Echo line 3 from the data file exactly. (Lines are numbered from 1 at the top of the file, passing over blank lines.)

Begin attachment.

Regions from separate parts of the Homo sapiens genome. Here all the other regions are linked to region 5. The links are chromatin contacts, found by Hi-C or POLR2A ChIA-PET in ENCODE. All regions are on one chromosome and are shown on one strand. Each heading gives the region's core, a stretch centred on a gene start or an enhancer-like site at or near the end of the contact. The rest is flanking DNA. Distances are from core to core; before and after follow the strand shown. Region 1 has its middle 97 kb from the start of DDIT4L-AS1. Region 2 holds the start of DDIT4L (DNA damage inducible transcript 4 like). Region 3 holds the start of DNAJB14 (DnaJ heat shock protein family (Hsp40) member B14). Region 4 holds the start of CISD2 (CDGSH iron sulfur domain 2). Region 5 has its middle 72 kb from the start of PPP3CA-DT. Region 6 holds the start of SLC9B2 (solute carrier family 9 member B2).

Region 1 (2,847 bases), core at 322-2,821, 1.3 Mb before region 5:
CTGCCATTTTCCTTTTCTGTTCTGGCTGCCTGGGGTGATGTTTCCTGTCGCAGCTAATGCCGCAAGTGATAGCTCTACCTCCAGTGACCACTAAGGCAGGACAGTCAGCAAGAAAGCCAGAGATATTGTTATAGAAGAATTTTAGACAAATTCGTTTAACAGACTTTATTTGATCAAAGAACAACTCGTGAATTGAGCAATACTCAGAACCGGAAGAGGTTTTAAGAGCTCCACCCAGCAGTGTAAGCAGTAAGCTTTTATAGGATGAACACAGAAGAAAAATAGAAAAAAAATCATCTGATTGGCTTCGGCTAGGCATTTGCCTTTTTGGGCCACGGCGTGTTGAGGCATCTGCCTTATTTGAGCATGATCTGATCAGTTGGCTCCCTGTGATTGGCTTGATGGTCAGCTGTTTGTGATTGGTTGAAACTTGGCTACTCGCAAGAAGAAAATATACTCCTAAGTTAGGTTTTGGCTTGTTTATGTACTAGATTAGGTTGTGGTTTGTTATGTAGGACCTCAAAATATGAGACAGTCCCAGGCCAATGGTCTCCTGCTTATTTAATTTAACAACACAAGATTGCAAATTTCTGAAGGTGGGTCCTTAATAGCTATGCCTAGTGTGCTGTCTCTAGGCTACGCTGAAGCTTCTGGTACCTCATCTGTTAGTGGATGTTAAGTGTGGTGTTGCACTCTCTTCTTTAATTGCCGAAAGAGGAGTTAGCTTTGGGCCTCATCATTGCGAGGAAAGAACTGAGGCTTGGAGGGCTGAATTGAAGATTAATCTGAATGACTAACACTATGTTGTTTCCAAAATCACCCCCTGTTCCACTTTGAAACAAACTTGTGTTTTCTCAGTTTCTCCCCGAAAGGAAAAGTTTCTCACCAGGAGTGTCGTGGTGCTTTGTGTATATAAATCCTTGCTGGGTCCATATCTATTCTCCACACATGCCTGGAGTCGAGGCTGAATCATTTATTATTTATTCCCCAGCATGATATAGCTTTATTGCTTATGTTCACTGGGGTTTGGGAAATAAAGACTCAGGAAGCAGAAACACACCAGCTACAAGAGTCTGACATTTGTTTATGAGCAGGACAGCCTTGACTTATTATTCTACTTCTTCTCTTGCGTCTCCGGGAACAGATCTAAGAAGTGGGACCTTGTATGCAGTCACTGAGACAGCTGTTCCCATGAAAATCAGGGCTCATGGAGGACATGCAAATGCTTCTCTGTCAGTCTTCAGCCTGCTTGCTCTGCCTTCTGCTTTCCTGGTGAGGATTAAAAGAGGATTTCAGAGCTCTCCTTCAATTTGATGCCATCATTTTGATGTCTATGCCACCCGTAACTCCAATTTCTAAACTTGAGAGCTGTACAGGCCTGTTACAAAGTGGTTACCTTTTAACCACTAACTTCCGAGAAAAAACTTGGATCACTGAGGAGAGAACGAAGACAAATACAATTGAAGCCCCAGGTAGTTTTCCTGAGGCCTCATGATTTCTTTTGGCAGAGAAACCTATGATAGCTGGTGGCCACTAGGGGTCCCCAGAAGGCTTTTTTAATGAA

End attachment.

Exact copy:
CTGCCATTTTCCTTTTCTGTTCTGGCTGCCTGGGGTGATGTTTCCTGTCGCAGCTAATGCCGCAAGTGATAGCTCTACCTCCAGTGACCACTAAGGCAGGACAGTCAGCAAGAAAGCCAGAGATATTGTTATAGAAGAATTTTAGACAAATTCGTTTAACAGACTTTATTTGATCAAAGAACAACTCGTGAATTGAGCAATACTCAGAACCGGAAGAGGTTTTAAGAGCTCCACCCAGCAGTGTAAGCAGTAAGCTTTTATAGGATGAACACAGAAGAAAAATAGAAAAAAAATCATCTGATTGGCTTCGGCTAGGCATTTGCCTTTTTGGGCCACGGCGTGTTGAGGCATCTGCCTTATTTGAGCATGATCTGATCAGTTGGCTCCCTGTGATTGGCTTGATGGTCAGCTGTTTGTGATTGGTTGAAACTTGGCTACTCGCAAGAAGAAAATATACTCCTAAGTTAGGTTTTGGCTTGTTTATGTACTAGATTAGGTTGTGGTTTGTTATGTAGGACCTCAAAATATGAGACAGTCCCAGGCCAATGGTCTCCTGCTTATTTAATTTAACAACACAAGATTGCAAATTTCTGAAGGTGGGTCCTTAATAGCTATGCCTAGTGTGCTGTCTCTAGGCTACGCTGAAGCTTCTGGTACCTCATCTGTTAGTGGATGTTAAGTGTGGTGTTGCACTCTCTTCTTTAATTGCCGAAAGAGGAGTTAGCTTTGGGCCTCATCATTGCGAGGAAAGAACTGAGGCTTGGAGGGCTGAATTGAAGATTAATCTGAATGACTAACACTATGTTGTTTCCAAAATCACCCCCTGTTCCACTTTGAAACAAACTTGTGTTTTCTCAGTTTCTCCCCGAAAGGAAAAGTTTCTCACCAGGAGTGTCGTGGTGCTTTGTGTATATAAATCCTTGCTGGGTCCATATCTATTCTCCACACATGCCTGGAGTCGAGGCTGAATCATTTATTATTTATTCCCCAGCATGATATAGCTTTATTGCTTATGTTCACTGGGGTTTGGGAAATAAAGACTCAGGAAGCAGAAACACACCAGCTACAAGAGTCTGACATTTGTTTATGAGCAGGACAGCCTTGACTTATTATTCTACTTCTTCTCTTGCGTCTCCGGGAACAGATCTAAGAAGTGGGACCTTGTATGCAGTCACTGAGACAGCTGTTCCCATGAAAATCAGGGCTCATGGAGGACATGCAAATGCTTCTCTGTCAGTCTTCAGCCTGCTTGCTCTGCCTTCTGCTTTCCTGGTGAGGATTAAAAGAGGATTTCAGAGCTCTCCTTCAATTTGATGCCATCATTTTGATGTCTATGCCACCCGTAACTCCAATTTCTAAACTTGAGAGCTGTACAGGCCTGTTACAAAGTGGTTACCTTTTAACCACTAACTTCCGAGAAAAAACTTGGATCACTGAGGAGAGAACGAAGACAAATACAATTGAAGCCCCAGGTAGTTTTCCTGAGGCCTCATGATTTCTTTTGGCAGAGAAACCTATGATAGCTGGTGGCCACTAGGGGTCCCCAGAAGGCTTTTTTAATGAA